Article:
Glenance Green, Deputy Director of Free Spirit Media, joins the 2020 Reel Chicago Black List, a celebration of African-American creativity published during Black History Month.
The Reel Chicago Black List includes Global Mixx founder Mary Datcher, McDonald’s US Marketing Director Lizette Williams, and filmmaker Rhyan LaMarr. To view the archives, click here.
Glenance Green is a researcher, artivist, author, storyteller, and content creator who uses various art forms as tools of healing and liberation for systemic change. With over 10 years of research experience and 15 years in the non-profit sector, Glenance has been keenly focused on institutionalizing racial equity.
She is also the Deputy Director of Free Spirit Media, a local media education and production organization focused on transforming media and society by providing opportunities for emerging creators, primarily from communities of color, to produce and distribute original content and to pursue artistic, personal and professional aspirations.
Her work at Free Spirit Media is tailored toward strengthening program models and access pipelines into the industry and leveraging data through storytelling to better demonstrate and amplify the impact of Free Spirit Media’s work.
Glenance is the co-host of IL Informed, a podcast with former Illinois legislator Daniel Biss helping people better understand Illinois politics, the role of state government, and the ways in which people can effectively move the needle of change.
She also serves on the Board of Kuumba Lynx, an urban arts youth development organization that promotes Hip Hop as a tool to reimagine and demonstrate a more just world, and is the co-founder of the Black Researchers Collective, purposed to equip community with research tools to be more civically engaged, develop and maintain a community data clearinghouse of research done on Chicago communities, and use a racial equity lens to leverage findings from primary and secondary data sources to develop a series of policy briefs and infographics to influence policy.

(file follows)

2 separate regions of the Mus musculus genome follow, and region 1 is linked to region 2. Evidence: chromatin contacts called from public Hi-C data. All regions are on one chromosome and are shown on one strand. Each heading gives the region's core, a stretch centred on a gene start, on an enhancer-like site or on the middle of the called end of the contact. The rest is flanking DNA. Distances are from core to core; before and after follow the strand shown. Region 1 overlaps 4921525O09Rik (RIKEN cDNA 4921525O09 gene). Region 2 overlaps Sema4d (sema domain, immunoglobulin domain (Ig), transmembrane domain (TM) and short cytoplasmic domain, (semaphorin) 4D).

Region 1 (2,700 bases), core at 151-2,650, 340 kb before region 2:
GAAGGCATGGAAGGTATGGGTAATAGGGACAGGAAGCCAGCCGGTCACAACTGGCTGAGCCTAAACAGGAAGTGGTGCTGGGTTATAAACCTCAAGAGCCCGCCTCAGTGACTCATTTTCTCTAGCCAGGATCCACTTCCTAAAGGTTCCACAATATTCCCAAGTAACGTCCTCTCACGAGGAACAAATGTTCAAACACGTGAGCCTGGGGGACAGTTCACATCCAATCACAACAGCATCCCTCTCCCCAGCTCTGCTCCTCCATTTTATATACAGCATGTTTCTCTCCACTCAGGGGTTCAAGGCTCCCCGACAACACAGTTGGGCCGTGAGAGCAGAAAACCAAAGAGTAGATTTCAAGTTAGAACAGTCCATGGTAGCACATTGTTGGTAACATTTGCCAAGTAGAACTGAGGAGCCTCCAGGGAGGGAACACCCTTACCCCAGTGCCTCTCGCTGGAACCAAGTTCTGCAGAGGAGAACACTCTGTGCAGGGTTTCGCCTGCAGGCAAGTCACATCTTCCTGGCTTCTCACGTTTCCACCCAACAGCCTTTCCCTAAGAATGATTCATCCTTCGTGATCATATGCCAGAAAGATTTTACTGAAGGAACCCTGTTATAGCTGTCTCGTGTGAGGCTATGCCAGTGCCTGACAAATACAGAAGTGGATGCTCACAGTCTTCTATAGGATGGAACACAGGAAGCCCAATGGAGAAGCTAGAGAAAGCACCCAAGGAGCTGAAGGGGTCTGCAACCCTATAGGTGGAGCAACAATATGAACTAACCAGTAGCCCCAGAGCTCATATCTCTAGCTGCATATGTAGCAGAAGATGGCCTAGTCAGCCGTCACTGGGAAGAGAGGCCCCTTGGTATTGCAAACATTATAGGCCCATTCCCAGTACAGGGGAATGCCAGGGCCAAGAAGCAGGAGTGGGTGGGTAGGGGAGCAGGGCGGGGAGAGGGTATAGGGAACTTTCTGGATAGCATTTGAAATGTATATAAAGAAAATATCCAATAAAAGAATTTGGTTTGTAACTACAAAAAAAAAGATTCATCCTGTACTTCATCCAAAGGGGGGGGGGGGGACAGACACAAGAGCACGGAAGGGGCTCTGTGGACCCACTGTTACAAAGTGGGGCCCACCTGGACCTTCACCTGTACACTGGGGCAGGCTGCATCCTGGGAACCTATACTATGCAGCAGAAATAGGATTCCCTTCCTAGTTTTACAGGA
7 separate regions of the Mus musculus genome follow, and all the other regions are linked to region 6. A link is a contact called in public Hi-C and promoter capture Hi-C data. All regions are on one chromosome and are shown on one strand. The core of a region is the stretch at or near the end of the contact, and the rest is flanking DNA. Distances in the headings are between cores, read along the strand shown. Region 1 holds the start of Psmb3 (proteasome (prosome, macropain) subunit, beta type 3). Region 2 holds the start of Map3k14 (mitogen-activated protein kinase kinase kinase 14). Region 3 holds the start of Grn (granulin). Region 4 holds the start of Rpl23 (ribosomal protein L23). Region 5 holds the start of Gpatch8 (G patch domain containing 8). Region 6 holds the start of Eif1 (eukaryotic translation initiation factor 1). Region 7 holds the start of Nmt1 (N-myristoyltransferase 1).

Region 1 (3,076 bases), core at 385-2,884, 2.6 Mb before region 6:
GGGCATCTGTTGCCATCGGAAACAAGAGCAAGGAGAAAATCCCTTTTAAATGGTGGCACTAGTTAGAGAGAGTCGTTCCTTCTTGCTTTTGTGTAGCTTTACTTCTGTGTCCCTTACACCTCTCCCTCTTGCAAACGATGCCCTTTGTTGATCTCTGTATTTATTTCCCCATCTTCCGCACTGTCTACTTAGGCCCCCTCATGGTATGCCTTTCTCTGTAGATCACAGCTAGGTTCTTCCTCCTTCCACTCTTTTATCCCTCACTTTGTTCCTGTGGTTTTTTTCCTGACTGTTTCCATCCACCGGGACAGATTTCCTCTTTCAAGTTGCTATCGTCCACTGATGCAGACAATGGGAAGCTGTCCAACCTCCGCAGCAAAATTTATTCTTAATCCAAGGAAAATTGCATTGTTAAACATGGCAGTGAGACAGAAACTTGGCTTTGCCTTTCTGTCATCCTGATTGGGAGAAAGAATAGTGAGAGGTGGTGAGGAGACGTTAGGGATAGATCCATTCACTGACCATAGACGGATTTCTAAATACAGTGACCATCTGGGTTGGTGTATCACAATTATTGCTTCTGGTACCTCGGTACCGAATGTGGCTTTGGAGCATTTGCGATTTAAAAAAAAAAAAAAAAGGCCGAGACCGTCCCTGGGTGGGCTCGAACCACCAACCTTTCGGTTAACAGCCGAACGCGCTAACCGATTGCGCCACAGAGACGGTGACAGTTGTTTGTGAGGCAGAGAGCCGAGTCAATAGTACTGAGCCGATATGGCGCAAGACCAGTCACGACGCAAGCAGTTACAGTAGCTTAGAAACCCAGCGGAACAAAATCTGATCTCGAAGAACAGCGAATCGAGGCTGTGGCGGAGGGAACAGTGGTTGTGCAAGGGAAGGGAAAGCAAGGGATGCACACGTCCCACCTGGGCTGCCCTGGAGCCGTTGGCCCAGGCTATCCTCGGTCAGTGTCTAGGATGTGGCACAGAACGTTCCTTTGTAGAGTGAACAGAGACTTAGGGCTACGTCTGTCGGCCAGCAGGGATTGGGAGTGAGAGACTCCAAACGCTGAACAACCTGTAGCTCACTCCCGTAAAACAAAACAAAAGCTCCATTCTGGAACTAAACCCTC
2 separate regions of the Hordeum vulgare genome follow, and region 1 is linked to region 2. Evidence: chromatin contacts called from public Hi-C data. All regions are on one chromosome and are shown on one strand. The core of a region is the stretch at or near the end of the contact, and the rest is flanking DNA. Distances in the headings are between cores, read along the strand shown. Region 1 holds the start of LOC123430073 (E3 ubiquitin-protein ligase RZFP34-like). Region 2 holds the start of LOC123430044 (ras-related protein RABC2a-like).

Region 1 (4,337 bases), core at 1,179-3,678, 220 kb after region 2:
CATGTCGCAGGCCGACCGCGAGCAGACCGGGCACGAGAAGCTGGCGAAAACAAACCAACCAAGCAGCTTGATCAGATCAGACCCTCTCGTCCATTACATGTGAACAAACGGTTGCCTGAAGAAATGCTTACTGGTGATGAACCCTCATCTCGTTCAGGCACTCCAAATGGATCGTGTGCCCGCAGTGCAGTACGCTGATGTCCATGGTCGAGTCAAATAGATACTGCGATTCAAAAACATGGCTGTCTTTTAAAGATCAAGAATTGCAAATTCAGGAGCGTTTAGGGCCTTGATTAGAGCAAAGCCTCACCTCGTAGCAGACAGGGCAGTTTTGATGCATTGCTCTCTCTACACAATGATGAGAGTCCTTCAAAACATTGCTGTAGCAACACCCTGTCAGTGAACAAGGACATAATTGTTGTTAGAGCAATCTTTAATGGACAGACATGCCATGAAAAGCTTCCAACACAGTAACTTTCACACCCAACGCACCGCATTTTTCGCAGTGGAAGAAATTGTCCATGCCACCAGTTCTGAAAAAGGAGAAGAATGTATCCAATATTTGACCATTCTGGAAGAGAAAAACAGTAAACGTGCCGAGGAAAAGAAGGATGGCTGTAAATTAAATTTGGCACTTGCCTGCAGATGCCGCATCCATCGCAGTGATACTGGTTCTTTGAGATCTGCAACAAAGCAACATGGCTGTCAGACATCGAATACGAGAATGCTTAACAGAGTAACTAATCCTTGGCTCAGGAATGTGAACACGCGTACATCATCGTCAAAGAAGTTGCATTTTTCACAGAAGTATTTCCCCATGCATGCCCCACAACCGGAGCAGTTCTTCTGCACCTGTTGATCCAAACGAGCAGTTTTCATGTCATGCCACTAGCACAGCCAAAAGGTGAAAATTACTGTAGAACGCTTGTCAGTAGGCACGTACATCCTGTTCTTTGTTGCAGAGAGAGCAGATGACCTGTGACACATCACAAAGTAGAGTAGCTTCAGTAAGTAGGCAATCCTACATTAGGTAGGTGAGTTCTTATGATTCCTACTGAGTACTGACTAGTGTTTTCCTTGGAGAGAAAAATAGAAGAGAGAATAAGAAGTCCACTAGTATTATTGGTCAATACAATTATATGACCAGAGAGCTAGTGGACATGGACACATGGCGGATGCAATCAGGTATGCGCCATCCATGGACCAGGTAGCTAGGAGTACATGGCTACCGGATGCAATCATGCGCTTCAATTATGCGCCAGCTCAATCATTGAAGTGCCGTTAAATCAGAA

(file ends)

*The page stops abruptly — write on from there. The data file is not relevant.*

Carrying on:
Glenance has both a Bachelor’s and Master’s degree in Sociology from Loyola University Chicago and DePaul University, respectively, and is currently in pursuit of her PhD in Educational Policy Studies at the University of Illinois at Chicago.
FREE SPIRIT MEDIA | REEL
Meet Glenance Green
What are you working on right now?
By day, strengthening Free Spirit Media’s access pipelines to enhance training opportunities and career pathways for emerging media makers and workers of color. By night, an indie film exploring my ancestral journey to healing from trauma by venturing to and through the Motherland.
What did you originally want to be when you grow up?
Many things. Freedom fighter. Social justice advocate. Movie star. Maker of dope content that reflects my lived experiences like Spike Lee. Most of all, writer. Writing was my first love. It was the outlet that gave me a voice before I even knew I had one, or how to use it. Writing made me feel free. It was how I discovered my whole self. It was how I eventually became unapologetic about what I discovered. I knew that no matter where my life took me, it would surely be a permanent part of my journey.
How did you get into the film industry and Free Spirit Media?
My journey to the film industry was rather non-linear. I was writing, performing, producing, and directing stage plays, poetry, manuscripts, songs, essays, you name it, and I wanted my narratives to have a broader reach. I’m a storyteller so I wanted to see them come to life and connect with people. I wanted them to heal and liberate. Make people feel something that inspires them to be better, challenges them to do better, makes them want to sit down and talk to someone about it. I wanted people to feel how Yvette Lee Bowser made me feel when I first started watching Living Single in the 1990’s. I wanted to take people’s imagination on a glorious journey, similar to the ones creatively crafted by Shonda Rhimes, Mara Brock Akil, Courtney Kemp, Ava DuVernay, Melina Matsoukas, and Issa Rae. Thanks to the black women who paved the way before me, I became a screenwriter. My journey to Free Spirit Media is deeply influenced by that path as well. In addition to content creation, I’m a researcher, scholar, organizer, and racial equity warrior with extensive experience running programs for youth. My role as Deputy Director is a perfect mixture of my technical and creative skills and passion.